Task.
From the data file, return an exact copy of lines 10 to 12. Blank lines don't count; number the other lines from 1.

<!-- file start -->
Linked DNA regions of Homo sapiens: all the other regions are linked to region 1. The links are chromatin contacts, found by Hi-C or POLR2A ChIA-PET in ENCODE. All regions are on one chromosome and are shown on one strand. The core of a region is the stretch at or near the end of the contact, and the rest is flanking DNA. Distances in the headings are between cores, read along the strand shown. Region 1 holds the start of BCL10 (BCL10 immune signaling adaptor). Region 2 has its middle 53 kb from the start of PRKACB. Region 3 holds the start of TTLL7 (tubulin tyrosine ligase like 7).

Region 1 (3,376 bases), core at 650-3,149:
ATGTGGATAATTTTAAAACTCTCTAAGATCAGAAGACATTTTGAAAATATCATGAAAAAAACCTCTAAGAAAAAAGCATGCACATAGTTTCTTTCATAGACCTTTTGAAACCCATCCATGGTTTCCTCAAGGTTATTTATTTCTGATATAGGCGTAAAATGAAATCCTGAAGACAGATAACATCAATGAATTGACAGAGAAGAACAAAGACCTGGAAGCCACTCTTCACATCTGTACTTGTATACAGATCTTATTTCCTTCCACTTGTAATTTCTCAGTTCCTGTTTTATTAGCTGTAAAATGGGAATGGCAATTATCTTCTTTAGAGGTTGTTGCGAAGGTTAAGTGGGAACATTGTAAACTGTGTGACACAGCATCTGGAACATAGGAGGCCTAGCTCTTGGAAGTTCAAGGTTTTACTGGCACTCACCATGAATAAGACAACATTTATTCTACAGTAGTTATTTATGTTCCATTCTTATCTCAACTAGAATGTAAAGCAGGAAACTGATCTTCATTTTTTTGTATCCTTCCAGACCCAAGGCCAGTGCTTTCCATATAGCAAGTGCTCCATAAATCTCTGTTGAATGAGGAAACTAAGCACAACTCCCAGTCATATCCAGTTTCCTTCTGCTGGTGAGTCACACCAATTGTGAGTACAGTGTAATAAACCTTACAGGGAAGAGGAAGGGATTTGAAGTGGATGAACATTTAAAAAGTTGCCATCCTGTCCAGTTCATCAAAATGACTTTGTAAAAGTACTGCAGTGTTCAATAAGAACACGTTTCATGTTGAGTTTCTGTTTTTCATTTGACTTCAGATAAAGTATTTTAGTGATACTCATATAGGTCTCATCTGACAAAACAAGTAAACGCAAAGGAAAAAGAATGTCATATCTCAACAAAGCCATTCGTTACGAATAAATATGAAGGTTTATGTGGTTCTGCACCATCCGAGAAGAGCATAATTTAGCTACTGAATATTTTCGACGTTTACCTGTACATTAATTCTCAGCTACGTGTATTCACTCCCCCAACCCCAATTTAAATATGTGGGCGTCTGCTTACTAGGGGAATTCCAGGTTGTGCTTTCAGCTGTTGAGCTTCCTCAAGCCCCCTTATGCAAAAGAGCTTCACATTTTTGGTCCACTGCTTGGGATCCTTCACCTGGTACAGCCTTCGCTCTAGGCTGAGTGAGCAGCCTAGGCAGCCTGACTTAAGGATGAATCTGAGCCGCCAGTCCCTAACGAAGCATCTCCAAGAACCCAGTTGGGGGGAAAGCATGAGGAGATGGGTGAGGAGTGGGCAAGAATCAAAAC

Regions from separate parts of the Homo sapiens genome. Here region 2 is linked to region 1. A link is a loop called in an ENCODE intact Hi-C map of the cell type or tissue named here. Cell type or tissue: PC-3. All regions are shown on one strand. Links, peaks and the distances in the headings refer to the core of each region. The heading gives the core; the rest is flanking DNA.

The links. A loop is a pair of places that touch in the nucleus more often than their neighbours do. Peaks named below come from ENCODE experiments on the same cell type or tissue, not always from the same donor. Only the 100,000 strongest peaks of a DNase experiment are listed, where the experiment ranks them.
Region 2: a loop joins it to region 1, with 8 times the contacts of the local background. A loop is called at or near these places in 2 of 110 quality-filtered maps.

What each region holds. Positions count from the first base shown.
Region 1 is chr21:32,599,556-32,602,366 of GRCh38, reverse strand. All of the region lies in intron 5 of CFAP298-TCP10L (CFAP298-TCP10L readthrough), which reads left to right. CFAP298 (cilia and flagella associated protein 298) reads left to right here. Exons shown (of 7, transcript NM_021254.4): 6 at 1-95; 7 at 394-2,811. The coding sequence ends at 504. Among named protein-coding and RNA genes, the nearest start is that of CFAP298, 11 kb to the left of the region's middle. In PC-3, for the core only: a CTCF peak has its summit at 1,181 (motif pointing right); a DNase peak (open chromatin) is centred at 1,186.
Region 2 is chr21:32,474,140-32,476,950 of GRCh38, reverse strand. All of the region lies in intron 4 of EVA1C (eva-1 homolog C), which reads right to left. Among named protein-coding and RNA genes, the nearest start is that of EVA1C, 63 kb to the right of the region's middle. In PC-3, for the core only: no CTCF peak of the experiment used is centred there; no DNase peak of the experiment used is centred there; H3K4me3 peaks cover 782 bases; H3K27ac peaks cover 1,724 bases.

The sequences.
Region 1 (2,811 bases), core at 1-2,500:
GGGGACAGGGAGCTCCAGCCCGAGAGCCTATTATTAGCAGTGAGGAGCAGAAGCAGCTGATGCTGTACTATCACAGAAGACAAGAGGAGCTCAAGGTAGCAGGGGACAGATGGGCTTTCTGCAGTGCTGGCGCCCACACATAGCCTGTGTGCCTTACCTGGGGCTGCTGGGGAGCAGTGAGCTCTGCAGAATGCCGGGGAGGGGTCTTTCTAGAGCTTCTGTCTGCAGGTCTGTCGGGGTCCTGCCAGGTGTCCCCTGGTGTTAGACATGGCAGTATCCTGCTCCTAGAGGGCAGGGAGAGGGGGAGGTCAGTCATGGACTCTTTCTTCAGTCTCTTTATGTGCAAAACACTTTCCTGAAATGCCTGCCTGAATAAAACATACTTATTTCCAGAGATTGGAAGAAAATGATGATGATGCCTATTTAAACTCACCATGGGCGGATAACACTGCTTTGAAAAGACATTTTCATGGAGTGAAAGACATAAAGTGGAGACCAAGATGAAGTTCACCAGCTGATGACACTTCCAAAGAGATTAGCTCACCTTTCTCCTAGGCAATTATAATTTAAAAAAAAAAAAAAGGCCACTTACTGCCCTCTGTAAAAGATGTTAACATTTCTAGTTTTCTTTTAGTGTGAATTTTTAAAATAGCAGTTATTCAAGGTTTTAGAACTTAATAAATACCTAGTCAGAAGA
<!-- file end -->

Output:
The sequences.
Region 1 (2,811 bases), core at 1-2,500:
GGGGACAGGGAGCTCCAGCCCGAGAGCCTATTATTAGCAGTGAGGAGCAGAAGCAGCTGATGCTGTACTATCACAGAAGACAAGAGGAGCTCAAGGTAGCAGGGGACAGATGGGCTTTCTGCAGTGCTGGCGCCCACACATAGCCTGTGTGCCTTACCTGGGGCTGCTGGGGAGCAGTGAGCTCTGCAGAATGCCGGGGAGGGGTCTTTCTAGAGCTTCTGTCTGCAGGTCTGTCGGGGTCCTGCCAGGTGTCCCCTGGTGTTAGACATGGCAGTATCCTGCTCCTAGAGGGCAGGGAGAGGGGGAGGTCAGTCATGGACTCTTTCTTCAGTCTCTTTATGTGCAAAACACTTTCCTGAAATGCCTGCCTGAATAAAACATACTTATTTCCAGAGATTGGAAGAAAATGATGATGATGCCTATTTAAACTCACCATGGGCGGATAACACTGCTTTGAAAAGACATTTTCATGGAGTGAAAGACATAAAGTGGAGACCAAGATGAAGTTCACCAGCTGATGACACTTCCAAAGAGATTAGCTCACCTTTCTCCTAGGCAATTATAATTTAAAAAAAAAAAAAAGGCCACTTACTGCCCTCTGTAAAAGATGTTAACATTTCTAGTTTTCTTTTAGTGTGAATTTTTAAAATAGCAGTTATTCAAGGTTTTAGAACTTAATAAATACCTAGTCAGAAGA